Yes and no. Most countries around the world use RON, Research Octane Number, on the gas pump. The U.S. and Canada use the average of RON and the Motor Octane Number, (RON + MON) ÷ 2, also known as the Anti Knock Index, AKI.Firstly, premium fuel is not the same in each country- octane level in Canada is higher than in the US for the same grade of gasoline.
no one has the definitive answer. too many variables. do a mpg octane compar-o. based on where and how you ride your bike. which every octane gives you the best average mpg is the best fuel for your bike.Does anyone have the definitive answer?
You've got that right. I now avoid, any vehicle that requires premium.That is disappointing to hear. Premium fuel is harder to find where I am. For me that is a bit of a deal breaker. Will wait to see how others make out running regular fuel before I seriously consider making the leap to the new 1000.
Completely different engine, I know, but my turbo Volvo was recommended to take premium and I ran it well over 100,000 miles on regular, and it ran great. I used premium only for a little extra go for freeway mountain driving (2.3L engine, 3200# weight). Finally sold that car with 202,000 miles and still running great.I now avoid any vehicle that requires premium.
Don't expect much mpg difference from the octane rating. Octane gives antiknock capability. Yes, the retarded timing when using lower octane in an engine designed for high octane may slightly hurt mpg, but still result in a total savings of fuel cost per mile.which ever octane gives you the best average mpg is the best fuel for your bike.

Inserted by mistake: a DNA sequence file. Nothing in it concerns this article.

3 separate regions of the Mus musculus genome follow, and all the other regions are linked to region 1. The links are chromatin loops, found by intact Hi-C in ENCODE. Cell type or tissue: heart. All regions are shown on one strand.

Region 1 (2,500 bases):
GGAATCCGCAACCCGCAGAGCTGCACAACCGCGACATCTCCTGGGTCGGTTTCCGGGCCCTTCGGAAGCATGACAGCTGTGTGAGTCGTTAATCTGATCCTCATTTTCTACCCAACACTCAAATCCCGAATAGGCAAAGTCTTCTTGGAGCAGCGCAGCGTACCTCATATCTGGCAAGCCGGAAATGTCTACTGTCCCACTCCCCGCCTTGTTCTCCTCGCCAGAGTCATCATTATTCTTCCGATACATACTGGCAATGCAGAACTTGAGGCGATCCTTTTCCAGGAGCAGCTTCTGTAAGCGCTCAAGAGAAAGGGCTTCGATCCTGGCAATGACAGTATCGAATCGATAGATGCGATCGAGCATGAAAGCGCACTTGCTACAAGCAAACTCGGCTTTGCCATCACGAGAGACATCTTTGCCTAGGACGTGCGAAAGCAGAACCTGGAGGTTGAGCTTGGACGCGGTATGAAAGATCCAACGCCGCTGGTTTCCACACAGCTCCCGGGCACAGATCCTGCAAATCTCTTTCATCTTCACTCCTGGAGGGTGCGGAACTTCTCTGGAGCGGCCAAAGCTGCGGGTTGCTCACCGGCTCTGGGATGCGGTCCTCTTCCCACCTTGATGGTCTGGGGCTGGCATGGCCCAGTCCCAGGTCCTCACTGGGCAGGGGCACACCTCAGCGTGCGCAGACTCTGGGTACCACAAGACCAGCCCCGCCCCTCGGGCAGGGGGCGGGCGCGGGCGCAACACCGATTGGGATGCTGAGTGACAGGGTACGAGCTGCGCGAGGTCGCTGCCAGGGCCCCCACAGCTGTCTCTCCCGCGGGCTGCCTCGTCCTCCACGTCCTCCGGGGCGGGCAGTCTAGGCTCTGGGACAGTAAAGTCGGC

Rubbish. The lowest octane that does not cause pinging is the logical choice unless range is your ultimate criterion. Higher octane may provide very slightly more range but still will cost more per mile, does not provide more power, and is no better for your engine. An exception would be if a better additive package is included. Use of Top Tier Gasoline takes care of that.which every(sic) octane gives you the best average mpg is the best fuel for your bike.
And that's OK. I don't like ethanol or want it but like hundreds of millions of people I've come to accept and manage it with no adverse effects. Older vehicles are at risk but all modern ones do just fine thanks to good materials engineering. Just be sure your fuel turns over often.Impossible in most of the U.S.